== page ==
Palestinian leaders say their efforts to eradicate extremist groups from Palestinian society through negotiations rather than force have failed because Israel has not made the kind of concessions that would convince people that they can obtain freedom by disarming.
'A fault line'
Roni Shaked, an Israeli journalist for the Yedioth Ahronoth newspaper and an expert on military affairs, said the six-week cease-fire, coupled with army pullbacks and the easing of restrictions in some areas, has had at least some effect.
"A fault line has been created on the Palestinian street, which is beginning to feel a change in its everyday life, and the terror organizations, which are sticking to their path," he wrote in a column this week. "But this gap is not enough for the population to eject terror from its midst."
Until that happens, Shaked wrote, "the bearers of arms are still the rulers of the street."
Army officials say they will not allow militants to exploit the cease-fire to regroup and rearm and so must carry out raids. Yesterday, an elite commando unit surrounded a carpentry workshop in Hebron used as a hiding place by Sidr, who was the city's Islamic Jihad leader and whom Israel had twice tried to kill before.
After a six-hour gunfight, the army fired anti-tank missiles into the building, toppling the walls. Sidr's burned and bullet-ridden body was found inside, lying next to a rifle and ammunition. Officials said he had been building car bombs and was preparing a major attack.
"It is not by chance that Sidr was in an explosives laboratory when we found him and that he was armed with hand grenades and guns and was ready for battle," army Col. Hagai Mordechai told reporters in Hebron.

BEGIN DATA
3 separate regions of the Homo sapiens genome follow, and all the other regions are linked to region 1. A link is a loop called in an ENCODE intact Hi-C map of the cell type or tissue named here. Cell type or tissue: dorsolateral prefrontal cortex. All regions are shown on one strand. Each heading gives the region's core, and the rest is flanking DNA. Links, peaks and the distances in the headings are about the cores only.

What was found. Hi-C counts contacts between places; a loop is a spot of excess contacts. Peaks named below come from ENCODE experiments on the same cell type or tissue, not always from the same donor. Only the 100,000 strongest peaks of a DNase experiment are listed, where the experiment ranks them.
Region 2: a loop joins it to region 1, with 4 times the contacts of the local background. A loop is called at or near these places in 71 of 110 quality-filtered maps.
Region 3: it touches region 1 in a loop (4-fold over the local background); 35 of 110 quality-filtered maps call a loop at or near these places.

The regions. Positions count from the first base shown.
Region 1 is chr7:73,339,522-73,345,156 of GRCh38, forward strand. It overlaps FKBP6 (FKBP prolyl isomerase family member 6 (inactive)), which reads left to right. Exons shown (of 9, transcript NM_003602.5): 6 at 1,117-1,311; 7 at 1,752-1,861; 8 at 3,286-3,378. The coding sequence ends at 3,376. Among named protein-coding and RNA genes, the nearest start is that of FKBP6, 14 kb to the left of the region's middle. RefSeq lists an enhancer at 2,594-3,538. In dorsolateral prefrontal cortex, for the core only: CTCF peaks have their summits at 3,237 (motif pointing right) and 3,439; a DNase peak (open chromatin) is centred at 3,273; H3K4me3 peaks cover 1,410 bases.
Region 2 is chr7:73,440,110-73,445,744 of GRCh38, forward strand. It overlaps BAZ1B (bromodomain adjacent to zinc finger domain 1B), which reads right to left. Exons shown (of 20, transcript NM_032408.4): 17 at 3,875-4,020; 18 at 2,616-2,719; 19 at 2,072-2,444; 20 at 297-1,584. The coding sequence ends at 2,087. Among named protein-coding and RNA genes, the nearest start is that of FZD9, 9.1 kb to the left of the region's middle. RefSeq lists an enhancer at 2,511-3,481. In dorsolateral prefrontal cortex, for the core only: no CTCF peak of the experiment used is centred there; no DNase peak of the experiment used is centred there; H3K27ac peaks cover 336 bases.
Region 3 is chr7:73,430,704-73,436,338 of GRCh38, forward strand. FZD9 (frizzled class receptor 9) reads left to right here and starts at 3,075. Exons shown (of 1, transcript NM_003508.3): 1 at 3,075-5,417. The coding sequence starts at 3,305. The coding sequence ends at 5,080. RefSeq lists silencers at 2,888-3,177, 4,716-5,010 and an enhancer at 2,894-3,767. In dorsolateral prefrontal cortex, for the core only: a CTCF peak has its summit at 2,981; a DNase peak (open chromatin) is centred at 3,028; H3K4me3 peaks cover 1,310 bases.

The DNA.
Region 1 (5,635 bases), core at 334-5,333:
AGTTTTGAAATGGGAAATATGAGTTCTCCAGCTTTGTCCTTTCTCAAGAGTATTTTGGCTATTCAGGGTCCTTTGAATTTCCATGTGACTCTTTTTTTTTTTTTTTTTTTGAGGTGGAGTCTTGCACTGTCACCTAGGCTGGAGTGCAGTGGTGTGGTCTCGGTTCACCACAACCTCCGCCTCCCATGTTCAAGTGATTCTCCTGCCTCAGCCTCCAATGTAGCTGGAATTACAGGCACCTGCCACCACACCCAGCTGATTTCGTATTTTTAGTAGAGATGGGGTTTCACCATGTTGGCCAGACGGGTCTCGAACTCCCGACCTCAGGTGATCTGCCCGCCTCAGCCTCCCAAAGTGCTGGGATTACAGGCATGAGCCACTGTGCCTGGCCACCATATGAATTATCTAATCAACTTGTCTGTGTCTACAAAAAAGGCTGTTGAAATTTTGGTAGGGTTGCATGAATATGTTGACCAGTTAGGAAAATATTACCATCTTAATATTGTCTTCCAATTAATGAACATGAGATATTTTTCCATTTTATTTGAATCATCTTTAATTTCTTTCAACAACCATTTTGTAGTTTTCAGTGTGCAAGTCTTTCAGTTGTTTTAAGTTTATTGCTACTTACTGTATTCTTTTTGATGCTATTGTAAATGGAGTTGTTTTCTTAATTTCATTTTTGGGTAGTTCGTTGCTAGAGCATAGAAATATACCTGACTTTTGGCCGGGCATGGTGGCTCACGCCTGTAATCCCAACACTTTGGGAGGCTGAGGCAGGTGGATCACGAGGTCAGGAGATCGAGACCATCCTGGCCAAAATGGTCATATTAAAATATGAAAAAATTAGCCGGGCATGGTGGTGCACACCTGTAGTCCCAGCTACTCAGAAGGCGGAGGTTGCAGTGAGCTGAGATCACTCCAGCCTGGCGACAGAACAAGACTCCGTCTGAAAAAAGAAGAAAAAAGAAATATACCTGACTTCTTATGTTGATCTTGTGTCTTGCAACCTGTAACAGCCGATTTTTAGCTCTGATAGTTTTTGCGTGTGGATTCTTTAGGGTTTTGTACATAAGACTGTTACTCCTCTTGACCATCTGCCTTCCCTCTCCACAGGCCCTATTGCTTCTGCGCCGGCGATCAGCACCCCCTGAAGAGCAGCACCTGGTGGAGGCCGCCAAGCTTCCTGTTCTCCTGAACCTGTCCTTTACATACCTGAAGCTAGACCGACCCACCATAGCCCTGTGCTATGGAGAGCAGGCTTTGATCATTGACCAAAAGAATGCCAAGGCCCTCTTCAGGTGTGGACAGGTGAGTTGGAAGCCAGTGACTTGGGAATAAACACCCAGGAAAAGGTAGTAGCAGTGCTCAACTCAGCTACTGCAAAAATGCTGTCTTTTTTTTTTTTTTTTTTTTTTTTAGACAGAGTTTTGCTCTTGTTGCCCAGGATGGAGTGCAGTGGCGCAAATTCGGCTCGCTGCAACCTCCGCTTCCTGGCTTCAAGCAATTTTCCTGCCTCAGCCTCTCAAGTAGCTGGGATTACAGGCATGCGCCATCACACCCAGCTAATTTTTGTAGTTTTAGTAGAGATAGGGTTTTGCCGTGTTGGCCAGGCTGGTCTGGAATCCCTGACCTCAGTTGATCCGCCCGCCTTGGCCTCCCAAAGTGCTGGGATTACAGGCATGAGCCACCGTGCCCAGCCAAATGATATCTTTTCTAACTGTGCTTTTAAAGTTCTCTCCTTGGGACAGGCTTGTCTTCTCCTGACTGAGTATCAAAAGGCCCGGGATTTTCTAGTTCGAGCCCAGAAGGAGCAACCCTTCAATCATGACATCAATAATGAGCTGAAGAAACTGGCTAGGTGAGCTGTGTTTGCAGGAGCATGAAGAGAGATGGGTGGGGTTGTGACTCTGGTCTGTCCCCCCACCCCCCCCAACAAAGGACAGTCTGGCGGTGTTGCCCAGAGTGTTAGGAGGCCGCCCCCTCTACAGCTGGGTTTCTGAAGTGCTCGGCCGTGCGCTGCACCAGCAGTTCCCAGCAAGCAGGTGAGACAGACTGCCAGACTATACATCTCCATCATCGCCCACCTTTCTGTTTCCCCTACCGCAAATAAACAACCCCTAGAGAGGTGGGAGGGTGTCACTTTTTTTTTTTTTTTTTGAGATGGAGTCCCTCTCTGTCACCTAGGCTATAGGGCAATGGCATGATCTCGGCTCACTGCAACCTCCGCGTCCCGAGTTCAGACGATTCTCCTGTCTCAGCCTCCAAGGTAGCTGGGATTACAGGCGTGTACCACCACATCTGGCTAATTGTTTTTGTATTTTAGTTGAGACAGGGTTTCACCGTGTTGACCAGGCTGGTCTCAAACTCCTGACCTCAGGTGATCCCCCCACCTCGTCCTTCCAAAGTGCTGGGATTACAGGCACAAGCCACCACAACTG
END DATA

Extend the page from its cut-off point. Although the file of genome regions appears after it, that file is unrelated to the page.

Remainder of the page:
Israeli security sources said Sidr was responsible for attacks that killed 19 Israelis and injured more than 80 - including the shooting deaths last year of a dozen soldiers and police on Worshipers Way in Hebron and an attack that killed international observers from Switzerland and Turkey.
Yesterday's raid was similar to the one Jurrin, one of the 17-year-old suicide bombers, witnessed Aug. 8. He was among a group of stone-throwers fired on by police, and his best friend, Mohammed Atik, was killed.
Jurrin, who was sent on his mission to a supermarket by the Aqsa Martyrs Brigades, and Qteishat, dispatched by Hamas, were marked by their lives on the Palestinian street, in a neighborhood besieged by the Israeli military.
They knew each other only from chance meetings on the street, though they grew up a few hundred yards from each other. Jurrin, who lived in the Askar Refugee Camp, a cinder-block warren of hovels, had dropped out of school and sold shoes from a pushcart.
Jurrin's father said that although his son threw stones at soldiers, he was a quiet boy who rarely talked politics. He said he never thought his son could commit a suicide attack.